Moreover, we don’t think that Turing.jl is faster on static models than Stan. Not sure where this sentiment comes from, our paper clearly states that this is not the case in general. I also don’t think that people use Stan as a benchmark punching bag if anything Stan is considered the most competitive baseline that exists.

I can only talk for the Turing project here. In our case, the code base is almost exclusively developed by passionate people on their spare time. No one is developing for Turing during his/her PhD. We are all from different backgrounds (and continents) and are simply passionate about providing a robust PPL for the Julia community. Just like the Stan team, we are dependent on third-party funding to support our efforts.

We had similar discussions in our team meetings and we heavily rely on Google Summer of Code (GSoC) and Google Season of Docs (GSoD) students. Maybe this could be an option for the Stan team too.

You can use R and Python almost seamlessly in Julia (and vice-versa) through bridges. Julia is a bit like a glueing language that inter-opts nicely with all kinds of existing languages.


Just to throw in some opinion as a non-stats, non-numerics based astrophysics person. I came to Stan from a world where likelihoods are improperly used (everything is an L2 norm), adhoc methods for everything to two-distribution tests, to custom ND-KS test based MCMC run around frequently. No one tests the validity of these approaches in literature and no one is particularly worried if inferences are proper if you get the hype-inducing kick of so-called discovery.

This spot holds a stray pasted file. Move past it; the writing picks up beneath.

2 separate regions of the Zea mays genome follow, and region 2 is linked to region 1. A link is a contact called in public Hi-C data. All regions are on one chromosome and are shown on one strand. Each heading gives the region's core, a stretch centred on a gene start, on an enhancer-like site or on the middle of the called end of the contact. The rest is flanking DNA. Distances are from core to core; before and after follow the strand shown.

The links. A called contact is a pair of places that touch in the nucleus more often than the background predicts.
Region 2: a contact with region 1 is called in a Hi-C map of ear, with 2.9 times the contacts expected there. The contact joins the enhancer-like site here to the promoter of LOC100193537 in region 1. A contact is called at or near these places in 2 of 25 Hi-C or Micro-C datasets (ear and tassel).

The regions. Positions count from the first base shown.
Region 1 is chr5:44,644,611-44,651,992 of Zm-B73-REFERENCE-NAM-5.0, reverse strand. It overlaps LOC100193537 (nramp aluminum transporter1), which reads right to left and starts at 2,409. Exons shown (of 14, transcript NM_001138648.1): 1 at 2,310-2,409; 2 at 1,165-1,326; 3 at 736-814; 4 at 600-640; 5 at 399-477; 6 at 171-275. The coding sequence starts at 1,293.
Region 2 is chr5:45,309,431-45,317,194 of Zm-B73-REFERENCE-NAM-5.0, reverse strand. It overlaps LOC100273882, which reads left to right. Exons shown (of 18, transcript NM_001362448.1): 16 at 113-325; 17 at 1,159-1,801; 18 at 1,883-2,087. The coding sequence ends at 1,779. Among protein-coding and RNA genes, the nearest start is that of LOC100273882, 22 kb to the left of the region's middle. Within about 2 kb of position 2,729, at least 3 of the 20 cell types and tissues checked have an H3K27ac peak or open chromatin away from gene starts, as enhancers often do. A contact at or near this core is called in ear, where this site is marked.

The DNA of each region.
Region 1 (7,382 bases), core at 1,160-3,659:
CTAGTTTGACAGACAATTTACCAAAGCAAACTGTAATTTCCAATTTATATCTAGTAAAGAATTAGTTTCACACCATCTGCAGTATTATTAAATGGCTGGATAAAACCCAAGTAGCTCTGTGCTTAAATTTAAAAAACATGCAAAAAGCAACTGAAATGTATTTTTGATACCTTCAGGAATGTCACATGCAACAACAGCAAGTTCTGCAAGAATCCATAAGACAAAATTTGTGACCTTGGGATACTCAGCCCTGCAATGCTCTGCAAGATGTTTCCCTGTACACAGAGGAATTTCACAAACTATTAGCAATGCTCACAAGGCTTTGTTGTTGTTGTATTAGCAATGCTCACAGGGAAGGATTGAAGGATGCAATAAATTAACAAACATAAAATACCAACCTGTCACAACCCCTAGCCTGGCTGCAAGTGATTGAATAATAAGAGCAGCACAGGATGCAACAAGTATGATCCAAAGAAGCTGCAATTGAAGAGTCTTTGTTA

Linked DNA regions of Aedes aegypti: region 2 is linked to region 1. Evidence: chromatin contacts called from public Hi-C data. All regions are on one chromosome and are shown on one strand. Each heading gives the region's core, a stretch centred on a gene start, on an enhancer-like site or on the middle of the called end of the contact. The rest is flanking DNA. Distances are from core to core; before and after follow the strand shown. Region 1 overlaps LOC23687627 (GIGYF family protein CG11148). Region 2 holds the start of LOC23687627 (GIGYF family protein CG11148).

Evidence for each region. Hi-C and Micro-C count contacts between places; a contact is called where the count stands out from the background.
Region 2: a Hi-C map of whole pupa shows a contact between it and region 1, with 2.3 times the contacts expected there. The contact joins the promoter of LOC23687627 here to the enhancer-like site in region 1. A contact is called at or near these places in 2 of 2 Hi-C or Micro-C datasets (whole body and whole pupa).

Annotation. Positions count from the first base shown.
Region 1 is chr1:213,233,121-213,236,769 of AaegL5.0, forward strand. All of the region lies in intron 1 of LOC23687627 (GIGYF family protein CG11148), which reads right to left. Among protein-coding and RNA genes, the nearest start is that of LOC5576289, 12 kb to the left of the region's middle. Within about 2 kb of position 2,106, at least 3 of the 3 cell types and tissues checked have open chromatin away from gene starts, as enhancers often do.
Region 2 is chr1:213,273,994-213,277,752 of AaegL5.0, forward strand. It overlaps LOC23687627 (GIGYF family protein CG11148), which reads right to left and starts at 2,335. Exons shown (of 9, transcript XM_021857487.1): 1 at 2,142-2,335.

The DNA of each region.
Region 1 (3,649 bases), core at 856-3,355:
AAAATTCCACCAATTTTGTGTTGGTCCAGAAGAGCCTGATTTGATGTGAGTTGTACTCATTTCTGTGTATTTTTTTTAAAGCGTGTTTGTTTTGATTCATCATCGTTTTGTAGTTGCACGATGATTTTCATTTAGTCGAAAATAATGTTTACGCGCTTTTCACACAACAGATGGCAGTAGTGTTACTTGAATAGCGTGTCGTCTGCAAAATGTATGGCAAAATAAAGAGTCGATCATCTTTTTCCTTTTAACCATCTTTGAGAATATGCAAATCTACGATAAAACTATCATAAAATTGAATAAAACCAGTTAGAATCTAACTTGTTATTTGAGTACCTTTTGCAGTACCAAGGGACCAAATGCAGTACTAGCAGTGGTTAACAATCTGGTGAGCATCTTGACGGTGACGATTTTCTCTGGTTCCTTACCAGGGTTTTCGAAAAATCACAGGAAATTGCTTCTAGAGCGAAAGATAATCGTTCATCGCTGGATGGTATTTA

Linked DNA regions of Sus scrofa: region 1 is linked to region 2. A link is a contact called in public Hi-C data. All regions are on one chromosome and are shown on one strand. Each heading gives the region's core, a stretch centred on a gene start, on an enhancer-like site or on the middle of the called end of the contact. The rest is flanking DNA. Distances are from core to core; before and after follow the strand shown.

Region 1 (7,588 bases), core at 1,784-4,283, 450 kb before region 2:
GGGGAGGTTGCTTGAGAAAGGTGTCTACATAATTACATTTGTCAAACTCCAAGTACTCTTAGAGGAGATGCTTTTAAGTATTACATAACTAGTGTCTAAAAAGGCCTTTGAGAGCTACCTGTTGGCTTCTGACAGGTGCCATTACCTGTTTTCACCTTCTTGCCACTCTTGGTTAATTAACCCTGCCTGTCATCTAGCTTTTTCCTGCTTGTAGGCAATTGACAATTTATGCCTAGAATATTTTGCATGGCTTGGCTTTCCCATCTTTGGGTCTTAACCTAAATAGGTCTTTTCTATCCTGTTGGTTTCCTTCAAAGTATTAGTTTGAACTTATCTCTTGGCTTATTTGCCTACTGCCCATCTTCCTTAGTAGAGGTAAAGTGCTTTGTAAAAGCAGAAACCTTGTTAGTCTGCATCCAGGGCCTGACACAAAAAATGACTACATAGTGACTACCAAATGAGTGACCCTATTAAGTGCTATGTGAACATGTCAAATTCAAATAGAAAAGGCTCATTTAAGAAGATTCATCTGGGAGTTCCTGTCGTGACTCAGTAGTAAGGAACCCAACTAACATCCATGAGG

Some of these methods are “fast.” But I’ve messed around a lot with different PPLs/samplers and many of them give you incorrect answers for even the simplest models. I spent some time away from Stan in the -> days playing with PyMC3. I was not well versed in Stan and thought I could more easily implement some of the data specific models (instrument response, etc) there in a pythonic way. Have you ever tried for loops in those theano based PPLs?.. There were some speed differences, but I was frustrated at PyMC3 not accurately fitting simulated data . I recoded in Stan and it worked. It came down to numerical stability. Maybe that has changed, but it was a big lesson to me. I also didn’t like the “freedom” to combine different MCMC methods on different parameters. HMC this, and MCMC that, and Slice this. Where was the assurance any of this would lead to a robust inference??

While it may not be universal, I find most of these packages preaching features over fidelity. Speed over understanding. Hype over robustness.